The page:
Also, what about contraception? I believe they have chemical and/or magical contraception at the University, but out here? Does it even cross his mind? It does not. Sex without any consequences for Kvothe, and Kvothe is all Kvothe cares about.
Chapter 106 is “Quick”
They spend a few days at the Pennysworth healing up and resting. And Kvothe takes up where he left off, no longer feeling weird in his boots or laughing or finding anything odd — he teaches Tempi the lute and Tempi carries on teaching him the Ketan. And he writes a song about Felurian “The Song Half Sung.” Is this the song he promised, or not?
He tells more stories about his life — how he got into University at fifteen, how he gained entry to the Arcanum, how he called the name of the wind at Ambrose. Then he starts making things up...
He’s glad to leave:
Between Tempi’s training and Losi’s attentions I was nearly dead from exhaustion.
And he’s made the poor girl love him and abandoned her, and he’s still joking about her.
They move slowly back towards Severen. They meet some performers, not Edema Ruh — this may be significant. He trades them his Felurian song for a new verse of Tinker, Tanner. They trade gossip — Alveron’s getting married to Meluan. Mention of Lackless causes the boy to sing a Lackless rhyme he knows, which we have discussed before in detail. It’s different from the one Kvothe sang that upset his mother, but has similarities. Kvothe gives the troupe a silver noble to buy a new bear, saying troupers have to look out for each other because nobody else will.
His Felurian-feyness is completely worn off and forgotten, we’re in “on to the next thing” mode.
Tempi and Kvothe discuss the Lethani and practice Ketan. They are caught by some other Adem, who argue with Tempi. He’s in trouble for teaching Kvothe. He has to go back to Haert. Kvothe offers to go with him, both to help Tempi and because the CTH told him he’d be able to learn more about the Chandrian over the Stormwal. So going to the Adem is directly because of the influence of the CTH. Maybe if he hadn’t gone, everything would have been different?
All four of the Adem mercenaries they meet are female. So we have a gender ratio of 4:1.
Chapter 107 is “Spinning Leaf”
Kvothe starts off here by saying he wanted to get back to Severen and the Maer’s favour, he wanted to find D, but he heads off to the Adem anyway. He holds on to the cashbox and sends Dedan and the others off with a letter of explanation.
Tempi explains that he was supposed to get permission before taking a student, and also barbarians shouldn’t be taught at all. He will be exiled if it is decided that he was wrong. Kvothe thinks this isn’t as bad as death, but for Tempi it is worse.
We’ve been slowly having little bits of Adem information as we go along, but at this point we really haven’t been told much at all. And it’s the same for Kvothe, he’s heading off over the Stormwal, a huge distance, hundreds of miles from the Eld, through Modeg or through the mountains, while knowing very little about where he’s going or why he’s going.
It’s a fifteen day trip, and Kvothe agrees to put himself in Tempi’s hands so he can make a good impression when he gets there. The first thing is to put his shaed away....
They stretch, they run for an hour, they do the Ketan, the walk, they stop and discuss the Lethani in Ademic, then repeat. Tempi tells him to discuss the Lethani with his stomach — which is where he has said laughter comes from. Kvothe manages this much better when he’s exhausted and not trying. After Kvothe collapses from exhaustion, Tempi tells him to use fewer words and more implications.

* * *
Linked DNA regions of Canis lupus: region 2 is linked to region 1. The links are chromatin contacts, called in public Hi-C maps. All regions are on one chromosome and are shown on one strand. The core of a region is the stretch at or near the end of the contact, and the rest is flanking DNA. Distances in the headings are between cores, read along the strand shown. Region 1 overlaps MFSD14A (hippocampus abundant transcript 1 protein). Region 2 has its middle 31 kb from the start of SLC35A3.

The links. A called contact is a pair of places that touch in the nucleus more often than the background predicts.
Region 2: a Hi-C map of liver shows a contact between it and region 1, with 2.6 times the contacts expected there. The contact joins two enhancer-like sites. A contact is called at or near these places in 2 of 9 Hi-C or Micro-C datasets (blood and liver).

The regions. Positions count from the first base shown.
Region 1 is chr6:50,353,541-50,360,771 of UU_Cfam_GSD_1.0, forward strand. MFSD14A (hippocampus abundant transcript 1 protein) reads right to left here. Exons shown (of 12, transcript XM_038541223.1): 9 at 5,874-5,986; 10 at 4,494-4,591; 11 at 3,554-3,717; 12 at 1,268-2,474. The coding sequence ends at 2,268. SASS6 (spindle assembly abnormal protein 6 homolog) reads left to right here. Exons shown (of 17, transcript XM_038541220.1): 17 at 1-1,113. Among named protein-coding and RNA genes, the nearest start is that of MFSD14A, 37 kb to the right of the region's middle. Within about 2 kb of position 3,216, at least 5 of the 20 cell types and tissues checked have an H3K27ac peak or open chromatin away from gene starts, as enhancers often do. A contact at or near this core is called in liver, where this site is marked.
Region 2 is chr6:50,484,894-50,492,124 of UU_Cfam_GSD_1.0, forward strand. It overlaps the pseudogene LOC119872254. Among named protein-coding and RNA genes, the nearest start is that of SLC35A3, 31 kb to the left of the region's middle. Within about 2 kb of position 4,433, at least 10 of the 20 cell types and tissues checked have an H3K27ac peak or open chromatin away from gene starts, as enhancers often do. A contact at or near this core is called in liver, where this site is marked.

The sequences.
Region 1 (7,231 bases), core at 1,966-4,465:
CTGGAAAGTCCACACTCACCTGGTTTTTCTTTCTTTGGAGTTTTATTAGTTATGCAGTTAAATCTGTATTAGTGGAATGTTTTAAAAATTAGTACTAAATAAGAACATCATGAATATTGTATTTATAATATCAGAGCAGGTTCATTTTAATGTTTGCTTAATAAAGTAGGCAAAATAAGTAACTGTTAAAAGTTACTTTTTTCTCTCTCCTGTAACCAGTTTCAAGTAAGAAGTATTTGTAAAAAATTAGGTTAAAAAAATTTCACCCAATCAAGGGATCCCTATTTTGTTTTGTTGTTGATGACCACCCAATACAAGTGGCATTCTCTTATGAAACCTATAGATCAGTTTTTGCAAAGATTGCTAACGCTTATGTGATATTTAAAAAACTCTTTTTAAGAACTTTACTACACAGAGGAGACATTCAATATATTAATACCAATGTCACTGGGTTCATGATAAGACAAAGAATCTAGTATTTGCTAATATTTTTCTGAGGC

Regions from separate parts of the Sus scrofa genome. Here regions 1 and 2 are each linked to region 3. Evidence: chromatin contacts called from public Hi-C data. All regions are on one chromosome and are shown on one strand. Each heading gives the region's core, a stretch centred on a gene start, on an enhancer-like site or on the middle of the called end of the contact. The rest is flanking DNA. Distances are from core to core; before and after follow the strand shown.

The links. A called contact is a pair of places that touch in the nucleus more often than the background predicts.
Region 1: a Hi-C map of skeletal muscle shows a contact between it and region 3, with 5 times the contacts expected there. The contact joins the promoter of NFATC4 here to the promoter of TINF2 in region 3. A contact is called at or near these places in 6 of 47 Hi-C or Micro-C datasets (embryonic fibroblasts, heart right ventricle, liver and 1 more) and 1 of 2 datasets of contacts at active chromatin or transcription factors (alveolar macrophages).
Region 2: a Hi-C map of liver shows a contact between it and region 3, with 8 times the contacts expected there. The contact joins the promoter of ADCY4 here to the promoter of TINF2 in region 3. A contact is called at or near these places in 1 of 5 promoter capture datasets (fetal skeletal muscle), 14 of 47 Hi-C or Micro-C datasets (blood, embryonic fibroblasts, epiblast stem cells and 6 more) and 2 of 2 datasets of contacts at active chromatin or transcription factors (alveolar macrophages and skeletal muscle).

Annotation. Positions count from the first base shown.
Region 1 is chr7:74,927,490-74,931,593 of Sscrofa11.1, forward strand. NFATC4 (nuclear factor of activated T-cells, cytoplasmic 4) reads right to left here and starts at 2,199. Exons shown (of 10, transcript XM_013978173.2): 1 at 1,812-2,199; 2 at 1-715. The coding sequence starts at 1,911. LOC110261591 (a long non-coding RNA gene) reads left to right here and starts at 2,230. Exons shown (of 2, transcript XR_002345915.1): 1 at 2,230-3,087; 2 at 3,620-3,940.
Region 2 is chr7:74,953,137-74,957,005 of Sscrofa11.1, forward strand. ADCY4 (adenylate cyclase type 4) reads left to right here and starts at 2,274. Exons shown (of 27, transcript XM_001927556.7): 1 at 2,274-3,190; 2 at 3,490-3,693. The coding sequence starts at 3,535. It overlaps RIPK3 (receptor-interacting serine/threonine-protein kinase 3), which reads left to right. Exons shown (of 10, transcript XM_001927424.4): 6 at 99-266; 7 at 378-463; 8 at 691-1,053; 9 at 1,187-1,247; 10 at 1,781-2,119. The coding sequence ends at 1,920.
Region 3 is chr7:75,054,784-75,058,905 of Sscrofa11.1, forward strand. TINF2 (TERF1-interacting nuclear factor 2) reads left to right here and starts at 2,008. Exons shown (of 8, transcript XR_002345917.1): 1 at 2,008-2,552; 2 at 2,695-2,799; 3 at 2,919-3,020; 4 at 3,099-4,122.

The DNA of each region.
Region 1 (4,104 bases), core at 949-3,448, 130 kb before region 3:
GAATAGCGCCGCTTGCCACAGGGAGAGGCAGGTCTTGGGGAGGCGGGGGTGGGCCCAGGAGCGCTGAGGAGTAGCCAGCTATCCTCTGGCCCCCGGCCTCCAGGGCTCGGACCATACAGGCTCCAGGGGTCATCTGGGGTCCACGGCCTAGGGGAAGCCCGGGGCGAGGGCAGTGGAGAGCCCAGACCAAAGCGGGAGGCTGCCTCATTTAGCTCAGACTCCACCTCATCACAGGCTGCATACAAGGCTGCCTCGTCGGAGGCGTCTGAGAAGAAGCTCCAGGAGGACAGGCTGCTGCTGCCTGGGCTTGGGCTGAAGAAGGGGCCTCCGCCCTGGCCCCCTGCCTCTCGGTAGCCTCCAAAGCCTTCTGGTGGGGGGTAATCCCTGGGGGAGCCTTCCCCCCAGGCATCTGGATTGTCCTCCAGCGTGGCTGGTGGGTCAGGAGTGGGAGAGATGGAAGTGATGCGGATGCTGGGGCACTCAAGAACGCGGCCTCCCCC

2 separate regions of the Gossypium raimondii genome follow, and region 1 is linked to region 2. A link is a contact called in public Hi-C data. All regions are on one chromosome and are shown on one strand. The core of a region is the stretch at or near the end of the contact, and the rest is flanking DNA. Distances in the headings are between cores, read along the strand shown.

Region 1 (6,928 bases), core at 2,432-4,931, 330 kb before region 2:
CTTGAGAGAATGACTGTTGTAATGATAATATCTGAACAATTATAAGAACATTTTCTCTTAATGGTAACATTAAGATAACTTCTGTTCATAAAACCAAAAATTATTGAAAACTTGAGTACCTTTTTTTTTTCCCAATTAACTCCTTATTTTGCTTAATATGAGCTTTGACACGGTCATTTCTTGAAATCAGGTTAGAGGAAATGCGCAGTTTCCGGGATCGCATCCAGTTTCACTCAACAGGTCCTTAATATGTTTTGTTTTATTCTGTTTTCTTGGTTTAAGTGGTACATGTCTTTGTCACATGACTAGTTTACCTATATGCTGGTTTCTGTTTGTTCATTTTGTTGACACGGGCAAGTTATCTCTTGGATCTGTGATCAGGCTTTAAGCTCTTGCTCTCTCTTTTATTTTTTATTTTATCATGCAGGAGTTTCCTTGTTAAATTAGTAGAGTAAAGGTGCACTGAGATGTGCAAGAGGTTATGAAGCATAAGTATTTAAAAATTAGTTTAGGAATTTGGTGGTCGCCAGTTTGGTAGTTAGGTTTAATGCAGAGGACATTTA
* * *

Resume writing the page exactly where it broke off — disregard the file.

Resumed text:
They have a proper rest, but Kvothe figures out how to reach the frame of mind he was in when delirious with exhaustion and calls it “spinning leaf.” It’s clearly another mind trick like “heart of stone” but a different kind of one — “the mental equivalent of a card trick”. Because Kvothe can’t see it as useful for anything. He’s amazingly pragmatic when you think about it — everything for something, and everything for his purpose.
Tempi adds sparring to the cycle, and they’re doing fifteen hours a day of working and travelling. Tempi tells Kvothe that taking pleasure in fighting is not of the Lethani, though it is okay to take pleasure in doing the thing well.
Chapter 108 is “Beauty and Branch”
“The countryside was a blur” and Kvothe does not even tell us how they went, through Modeg or what? Was there a language problem? We don’t know. They did three hundred miles in fifteen days. That’s really impressive.
Haert strikes Kvothe as strange because the houses are built into the hillside, because of storms. Kvothe is left to wait outside low stone buildings. He sees an woman and a boy (5:2). It’s peaceful and quiet. He looks at the dry stone wall, and is asked by a woman what he thinks of it. (6:2). They have a discussion of beauty and utility, in which she mentions her hat was made by her daughter’s daughter. (8:2). She summons a boy (8:3) who goes inside with Kvothe’s things, and she takes him for a walk. Kvothe spots another boy with a herd of sheep (8:4) as they go down into a valley. She shows him the sword-tree, the Latantha. She asks if he knows the Ketan, and he asks if she is Shehyn, and of course she is. They discuss the red clothes of the Adem “so their enemies won’t see them bleed” and Shehyn’s white “she should see it as her fair reward” — the assumption of female as the default norm, just as we have male as ours.
They spar, and of course he can’t come near her, he weeps because she is beautiful moving perfectly, and she throws him. Then she teaches him for a few moments, and they go back to the school.
(Adem gender ratio: eight female seen or mentioned, four male seen or mentioned. That’s twice as many female as male, which is more women than predicted by my man-mother parthenogenesis theory which would expect 65%. It may be a crazy theory, but I’m collecting the evidence.)
And we’ll start next time from 109 and Carceret and right on into the whole Adem thing.
Don’t miss the comments on the last two weeks posts, everyone has been absolutely on fire.
Jo Walton is a science fiction and fantasy writer. She’s published two poetry collections and nine novels, most recently Among Others, and if you liked this post you will like it. She reads a lot, and blogs about it here regularly. She comes from Wales but lives in Montreal where the food and books are more varied.